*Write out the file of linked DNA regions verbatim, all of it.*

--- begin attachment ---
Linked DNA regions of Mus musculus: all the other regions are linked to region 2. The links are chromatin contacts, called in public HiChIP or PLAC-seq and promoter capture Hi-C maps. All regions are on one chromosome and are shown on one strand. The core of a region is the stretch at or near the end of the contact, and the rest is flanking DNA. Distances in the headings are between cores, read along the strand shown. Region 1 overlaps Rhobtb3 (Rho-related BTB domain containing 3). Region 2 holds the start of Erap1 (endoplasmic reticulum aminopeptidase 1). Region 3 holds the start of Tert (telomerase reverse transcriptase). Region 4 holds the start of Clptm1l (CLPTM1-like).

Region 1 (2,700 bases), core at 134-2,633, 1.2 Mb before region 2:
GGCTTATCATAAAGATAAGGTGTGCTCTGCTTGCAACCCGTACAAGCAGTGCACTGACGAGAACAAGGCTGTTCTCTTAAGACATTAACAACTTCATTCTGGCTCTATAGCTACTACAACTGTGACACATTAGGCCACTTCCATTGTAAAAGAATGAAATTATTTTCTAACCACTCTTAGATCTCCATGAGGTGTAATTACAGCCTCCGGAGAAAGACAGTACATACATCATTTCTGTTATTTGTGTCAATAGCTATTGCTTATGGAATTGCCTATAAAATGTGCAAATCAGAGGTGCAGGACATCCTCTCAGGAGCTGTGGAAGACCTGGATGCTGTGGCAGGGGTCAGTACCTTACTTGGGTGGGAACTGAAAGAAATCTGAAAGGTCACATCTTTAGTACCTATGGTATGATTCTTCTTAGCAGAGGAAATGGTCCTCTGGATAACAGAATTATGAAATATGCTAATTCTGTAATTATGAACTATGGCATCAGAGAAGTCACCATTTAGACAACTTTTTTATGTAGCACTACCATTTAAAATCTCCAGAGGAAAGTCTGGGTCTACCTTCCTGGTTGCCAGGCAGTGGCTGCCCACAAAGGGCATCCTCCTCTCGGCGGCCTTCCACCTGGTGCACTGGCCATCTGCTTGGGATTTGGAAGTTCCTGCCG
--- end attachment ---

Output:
Linked DNA regions of Mus musculus: all the other regions are linked to region 2. The links are chromatin contacts, called in public HiChIP or PLAC-seq and promoter capture Hi-C maps. All regions are on one chromosome and are shown on one strand. The core of a region is the stretch at or near the end of the contact, and the rest is flanking DNA. Distances in the headings are between cores, read along the strand shown. Region 1 overlaps Rhobtb3 (Rho-related BTB domain containing 3). Region 2 holds the start of Erap1 (endoplasmic reticulum aminopeptidase 1). Region 3 holds the start of Tert (telomerase reverse transcriptase). Region 4 holds the start of Clptm1l (CLPTM1-like).

Region 1 (2,700 bases), core at 134-2,633, 1.2 Mb before region 2:
GGCTTATCATAAAGATAAGGTGTGCTCTGCTTGCAACCCGTACAAGCAGTGCACTGACGAGAACAAGGCTGTTCTCTTAAGACATTAACAACTTCATTCTGGCTCTATAGCTACTACAACTGTGACACATTAGGCCACTTCCATTGTAAAAGAATGAAATTATTTTCTAACCACTCTTAGATCTCCATGAGGTGTAATTACAGCCTCCGGAGAAAGACAGTACATACATCATTTCTGTTATTTGTGTCAATAGCTATTGCTTATGGAATTGCCTATAAAATGTGCAAATCAGAGGTGCAGGACATCCTCTCAGGAGCTGTGGAAGACCTGGATGCTGTGGCAGGGGTCAGTACCTTACTTGGGTGGGAACTGAAAGAAATCTGAAAGGTCACATCTTTAGTACCTATGGTATGATTCTTCTTAGCAGAGGAAATGGTCCTCTGGATAACAGAATTATGAAATATGCTAATTCTGTAATTATGAACTATGGCATCAGAGAAGTCACCATTTAGACAACTTTTTTATGTAGCACTACCATTTAAAATCTCCAGAGGAAAGTCTGGGTCTACCTTCCTGGTTGCCAGGCAGTGGCTGCCCACAAAGGGCATCCTCCTCTCGGCGGCCTTCCACCTGGTGCACTGGCCATCTGCTTGGGATTTGGAAGTTCCTGCCG